I know some people who collect fountain pens. I showed them some of my best examples of mechanical pencils and tried to sell them on the appealing factors. They admired my level of appreciation, but they did not share it themselves. To them, it’s either a liquid ink writing nib, or a luxury ballpoint/rollerball. Anything else is a passing curiosity. Someone I know who appreciates mechanical pencils has a hard stop around $20 USD. They just can’t fathom why anyone would spend much more when perfectly fine pencils exist for much less. They did actually appreciate the look of the PILOT H-3005. But the price made them recoil. “No way I’d ever spend that much!” And I can relate. There was an earlier time when I had passed on PILOT’s Hi-Mecha level pencils, because the average price was way above my mental threshold. What sold me on taking the chance was seeing the pricing disparities. You could buy a rare pencil on YAJ, then resell for double on eBay. In essence, you do it enough and you make your collecting costs a good bit lower. I did that for a time… but then later on, had missed out gaining higher profit because there’d been a new surge of collectors from the Pacific Rim and they’re still at it, keeping prices higher than ever before.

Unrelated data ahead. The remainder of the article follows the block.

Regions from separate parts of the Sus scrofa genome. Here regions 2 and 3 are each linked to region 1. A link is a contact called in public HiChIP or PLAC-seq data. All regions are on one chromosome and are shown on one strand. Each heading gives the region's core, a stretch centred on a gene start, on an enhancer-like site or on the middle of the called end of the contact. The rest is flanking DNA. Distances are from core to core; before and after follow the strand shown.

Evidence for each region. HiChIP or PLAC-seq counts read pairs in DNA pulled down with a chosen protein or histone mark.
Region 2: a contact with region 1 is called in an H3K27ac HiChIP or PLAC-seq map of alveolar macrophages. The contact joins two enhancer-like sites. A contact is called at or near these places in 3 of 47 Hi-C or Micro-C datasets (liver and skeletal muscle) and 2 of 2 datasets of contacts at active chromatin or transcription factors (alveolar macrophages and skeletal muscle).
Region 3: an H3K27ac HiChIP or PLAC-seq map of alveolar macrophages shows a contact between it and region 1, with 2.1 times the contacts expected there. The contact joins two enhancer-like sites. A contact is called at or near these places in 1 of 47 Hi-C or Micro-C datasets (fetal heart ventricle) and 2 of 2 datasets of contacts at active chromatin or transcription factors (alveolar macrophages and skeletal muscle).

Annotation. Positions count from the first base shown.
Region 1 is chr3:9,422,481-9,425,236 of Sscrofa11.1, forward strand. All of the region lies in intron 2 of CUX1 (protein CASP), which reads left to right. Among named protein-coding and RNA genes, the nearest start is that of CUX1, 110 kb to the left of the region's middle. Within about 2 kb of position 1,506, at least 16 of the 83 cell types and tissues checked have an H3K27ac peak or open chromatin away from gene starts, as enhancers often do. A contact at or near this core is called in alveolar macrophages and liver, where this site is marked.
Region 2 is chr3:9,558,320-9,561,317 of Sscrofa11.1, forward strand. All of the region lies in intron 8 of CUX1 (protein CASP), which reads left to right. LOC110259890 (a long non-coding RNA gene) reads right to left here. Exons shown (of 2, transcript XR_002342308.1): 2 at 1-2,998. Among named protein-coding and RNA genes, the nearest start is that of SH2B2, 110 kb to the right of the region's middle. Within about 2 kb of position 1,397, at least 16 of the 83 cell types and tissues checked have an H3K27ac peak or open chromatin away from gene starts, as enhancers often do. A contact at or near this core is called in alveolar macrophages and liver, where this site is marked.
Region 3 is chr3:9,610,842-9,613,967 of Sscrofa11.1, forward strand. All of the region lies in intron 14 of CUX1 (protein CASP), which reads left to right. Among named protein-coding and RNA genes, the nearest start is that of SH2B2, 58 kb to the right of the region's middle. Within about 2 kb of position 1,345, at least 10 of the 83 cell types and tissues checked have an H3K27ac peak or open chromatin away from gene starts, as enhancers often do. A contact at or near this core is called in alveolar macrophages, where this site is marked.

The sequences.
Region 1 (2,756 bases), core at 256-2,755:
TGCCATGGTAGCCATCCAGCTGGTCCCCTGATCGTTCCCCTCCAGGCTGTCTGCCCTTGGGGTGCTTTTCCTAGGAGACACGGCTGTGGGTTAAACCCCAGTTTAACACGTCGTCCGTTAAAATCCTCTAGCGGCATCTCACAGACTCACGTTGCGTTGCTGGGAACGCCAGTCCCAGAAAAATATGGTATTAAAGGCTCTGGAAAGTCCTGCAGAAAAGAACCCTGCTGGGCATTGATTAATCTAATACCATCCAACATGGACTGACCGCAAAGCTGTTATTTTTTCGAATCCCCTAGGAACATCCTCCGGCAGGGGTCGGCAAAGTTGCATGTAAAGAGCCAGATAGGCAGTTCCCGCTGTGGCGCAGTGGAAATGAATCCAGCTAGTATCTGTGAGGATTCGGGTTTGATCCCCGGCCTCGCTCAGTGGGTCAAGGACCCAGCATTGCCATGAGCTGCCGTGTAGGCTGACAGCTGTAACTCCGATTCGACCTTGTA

Agree very much so on the Reddit part. Although its fine as an entry level, I just don’t find interest in 10-15 posts a day of recommendations of the R600, Kuru-Togas, etc. Even worse are the collection photos with a bunch of Bics.

Sure, this all sounds very bitter and Holier-Than-Thou, but this forum is just at such an immensely higher level, both collection-wise and community-wise.

I haven’t gotten into vintage yet. I had ordered about 4/5 vintage pencils from Elton on eBay a couple of months ago, and they were apparently lost in shipping. Elton was very nice about it and refunded me for all of them, I’m just now a little scared to take the gamble now.


Yes, most writing instrument collectors here are into FPs (not MP, and also not BP). Most important reason is that there actually are differences in writing quality between lower and higher range nibs. This argument we are mainly missing, the writing quality of a cheap BIC is good (good lead assumed). Additional Tinguely-isms like in the Dive or our talking about knock feeling is already quite over the top…


Very true. Admittedly, the ceiling of mechanical pencils, at least in my opinion (and what i believe you’re saying as well) is rather low. The difference between holding a chunk of graphite between your fingers and a ~$200 USD Pencil is frankly not all that different, aside from the mess you make with the former. But frankly, I appreciate that.

I like to think I’m fairly simple, and as a result, the intricacies of a Fountain pen are almost too much for me. Different Ink types, absurd colors, Calligraphy, specific nib styles, nib hardness, nib size, nib material… the list goes on (Not to mention the mere price of even “entry level” fountain pens is insane). I feel like that detracts from the ability to enjoy specific things. whereas with pencils, going from a P200 to a Spoke/IJ Instrument/Nicolas Hemingway allows you to change only the body.

It gives me a sense of scientific control. It allows me to quickly learn what I prefer, and makes those preferences feel much more significant when it comes to my collecting type.